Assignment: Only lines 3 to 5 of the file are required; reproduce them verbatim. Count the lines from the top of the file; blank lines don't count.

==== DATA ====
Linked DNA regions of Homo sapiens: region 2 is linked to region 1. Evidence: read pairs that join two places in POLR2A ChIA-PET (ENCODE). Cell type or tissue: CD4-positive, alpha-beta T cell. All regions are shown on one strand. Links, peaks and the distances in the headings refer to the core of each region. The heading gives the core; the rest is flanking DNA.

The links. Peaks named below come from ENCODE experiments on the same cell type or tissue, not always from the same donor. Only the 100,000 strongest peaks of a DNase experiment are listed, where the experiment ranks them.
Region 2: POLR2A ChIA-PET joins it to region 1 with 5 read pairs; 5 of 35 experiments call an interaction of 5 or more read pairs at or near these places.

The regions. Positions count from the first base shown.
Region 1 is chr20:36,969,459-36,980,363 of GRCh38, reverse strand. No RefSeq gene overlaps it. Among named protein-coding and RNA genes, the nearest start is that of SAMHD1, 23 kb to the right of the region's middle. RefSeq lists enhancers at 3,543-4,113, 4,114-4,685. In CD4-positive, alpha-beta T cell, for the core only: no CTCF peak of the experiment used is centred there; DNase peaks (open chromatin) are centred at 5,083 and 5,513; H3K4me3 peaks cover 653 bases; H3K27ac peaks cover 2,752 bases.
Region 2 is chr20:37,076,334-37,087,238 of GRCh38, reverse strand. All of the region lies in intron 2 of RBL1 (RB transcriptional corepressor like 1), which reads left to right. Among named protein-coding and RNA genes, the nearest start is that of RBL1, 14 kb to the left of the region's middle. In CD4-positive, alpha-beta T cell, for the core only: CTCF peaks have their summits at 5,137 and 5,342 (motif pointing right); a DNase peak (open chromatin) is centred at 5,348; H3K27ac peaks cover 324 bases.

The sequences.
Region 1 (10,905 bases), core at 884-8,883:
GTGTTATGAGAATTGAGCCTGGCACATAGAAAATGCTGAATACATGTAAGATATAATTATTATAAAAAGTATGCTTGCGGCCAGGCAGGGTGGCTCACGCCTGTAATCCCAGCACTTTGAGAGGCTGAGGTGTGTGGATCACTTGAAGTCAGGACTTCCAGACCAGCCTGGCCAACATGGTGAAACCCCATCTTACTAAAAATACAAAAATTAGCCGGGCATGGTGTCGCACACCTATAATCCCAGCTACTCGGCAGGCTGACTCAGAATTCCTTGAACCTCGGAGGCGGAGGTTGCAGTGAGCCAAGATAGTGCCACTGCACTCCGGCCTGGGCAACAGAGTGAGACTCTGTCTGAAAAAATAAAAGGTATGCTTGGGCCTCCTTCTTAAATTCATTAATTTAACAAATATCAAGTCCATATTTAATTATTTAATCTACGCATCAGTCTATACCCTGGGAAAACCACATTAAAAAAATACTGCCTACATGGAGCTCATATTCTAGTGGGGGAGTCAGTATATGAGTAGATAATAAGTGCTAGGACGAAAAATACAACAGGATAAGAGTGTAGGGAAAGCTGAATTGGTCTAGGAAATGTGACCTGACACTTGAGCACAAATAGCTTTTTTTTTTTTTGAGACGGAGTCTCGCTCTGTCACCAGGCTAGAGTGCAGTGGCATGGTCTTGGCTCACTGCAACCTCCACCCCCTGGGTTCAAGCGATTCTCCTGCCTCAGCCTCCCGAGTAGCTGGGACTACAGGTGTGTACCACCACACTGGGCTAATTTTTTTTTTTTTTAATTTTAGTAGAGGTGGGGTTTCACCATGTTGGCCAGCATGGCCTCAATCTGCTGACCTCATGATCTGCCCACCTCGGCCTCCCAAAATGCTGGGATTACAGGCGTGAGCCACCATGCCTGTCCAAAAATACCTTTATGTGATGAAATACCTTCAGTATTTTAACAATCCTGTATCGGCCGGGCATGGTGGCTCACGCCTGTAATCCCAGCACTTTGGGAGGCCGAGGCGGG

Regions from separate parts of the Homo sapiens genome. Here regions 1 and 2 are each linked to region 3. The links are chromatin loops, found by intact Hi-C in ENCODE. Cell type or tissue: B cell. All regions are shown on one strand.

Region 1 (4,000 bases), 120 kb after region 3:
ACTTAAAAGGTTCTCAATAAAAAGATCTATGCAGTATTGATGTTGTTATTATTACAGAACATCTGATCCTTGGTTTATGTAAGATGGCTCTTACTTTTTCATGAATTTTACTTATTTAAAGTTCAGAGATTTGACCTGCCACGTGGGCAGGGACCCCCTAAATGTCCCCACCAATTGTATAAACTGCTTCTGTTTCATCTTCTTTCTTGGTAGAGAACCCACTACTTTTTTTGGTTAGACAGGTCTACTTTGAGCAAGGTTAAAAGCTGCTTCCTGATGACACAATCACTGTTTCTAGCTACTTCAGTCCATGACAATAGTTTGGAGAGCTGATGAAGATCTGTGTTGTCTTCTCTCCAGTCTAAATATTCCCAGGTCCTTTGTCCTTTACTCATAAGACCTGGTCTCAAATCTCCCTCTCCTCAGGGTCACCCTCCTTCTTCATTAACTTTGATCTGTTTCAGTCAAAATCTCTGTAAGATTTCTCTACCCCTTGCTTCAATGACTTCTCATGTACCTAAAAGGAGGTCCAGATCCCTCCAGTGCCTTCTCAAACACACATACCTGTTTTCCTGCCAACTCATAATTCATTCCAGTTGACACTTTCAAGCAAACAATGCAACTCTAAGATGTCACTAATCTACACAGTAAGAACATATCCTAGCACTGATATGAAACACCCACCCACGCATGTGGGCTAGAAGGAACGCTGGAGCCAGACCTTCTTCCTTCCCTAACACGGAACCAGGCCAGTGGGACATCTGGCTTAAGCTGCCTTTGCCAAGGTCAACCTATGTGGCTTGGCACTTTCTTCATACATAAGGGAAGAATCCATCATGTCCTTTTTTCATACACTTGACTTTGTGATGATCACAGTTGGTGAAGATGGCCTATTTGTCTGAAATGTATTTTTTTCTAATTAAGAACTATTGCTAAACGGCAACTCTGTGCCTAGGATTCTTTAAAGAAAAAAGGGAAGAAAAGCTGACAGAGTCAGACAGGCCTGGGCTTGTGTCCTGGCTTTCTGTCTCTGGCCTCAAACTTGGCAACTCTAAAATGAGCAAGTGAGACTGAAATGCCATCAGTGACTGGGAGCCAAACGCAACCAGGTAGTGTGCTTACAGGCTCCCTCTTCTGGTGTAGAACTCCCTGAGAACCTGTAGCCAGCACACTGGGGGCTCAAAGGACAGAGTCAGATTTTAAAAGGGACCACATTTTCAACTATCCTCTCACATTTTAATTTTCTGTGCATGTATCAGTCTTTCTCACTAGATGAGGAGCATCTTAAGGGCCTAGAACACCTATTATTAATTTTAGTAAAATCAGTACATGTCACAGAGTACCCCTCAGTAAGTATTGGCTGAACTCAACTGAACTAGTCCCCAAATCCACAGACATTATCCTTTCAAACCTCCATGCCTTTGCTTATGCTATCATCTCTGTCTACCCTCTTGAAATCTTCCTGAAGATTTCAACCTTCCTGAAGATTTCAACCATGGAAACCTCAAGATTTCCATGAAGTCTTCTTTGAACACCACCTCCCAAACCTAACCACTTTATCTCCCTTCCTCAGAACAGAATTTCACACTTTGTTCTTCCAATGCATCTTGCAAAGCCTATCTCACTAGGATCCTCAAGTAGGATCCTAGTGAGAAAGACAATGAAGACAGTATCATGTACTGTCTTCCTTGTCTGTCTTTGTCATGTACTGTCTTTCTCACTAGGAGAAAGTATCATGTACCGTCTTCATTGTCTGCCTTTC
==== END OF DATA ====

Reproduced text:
Region 2: POLR2A ChIA-PET joins it to region 1 with 5 read pairs; 5 of 35 experiments call an interaction of 5 or more read pairs at or near these places.

The regions. Positions count from the first base shown.
Region 1 is chr20:36,969,459-36,980,363 of GRCh38, reverse strand. No RefSeq gene overlaps it. Among named protein-coding and RNA genes, the nearest start is that of SAMHD1, 23 kb to the right of the region's middle. RefSeq lists enhancers at 3,543-4,113, 4,114-4,685. In CD4-positive, alpha-beta T cell, for the core only: no CTCF peak of the experiment used is centred there; DNase peaks (open chromatin) are centred at 5,083 and 5,513; H3K4me3 peaks cover 653 bases; H3K27ac peaks cover 2,752 bases.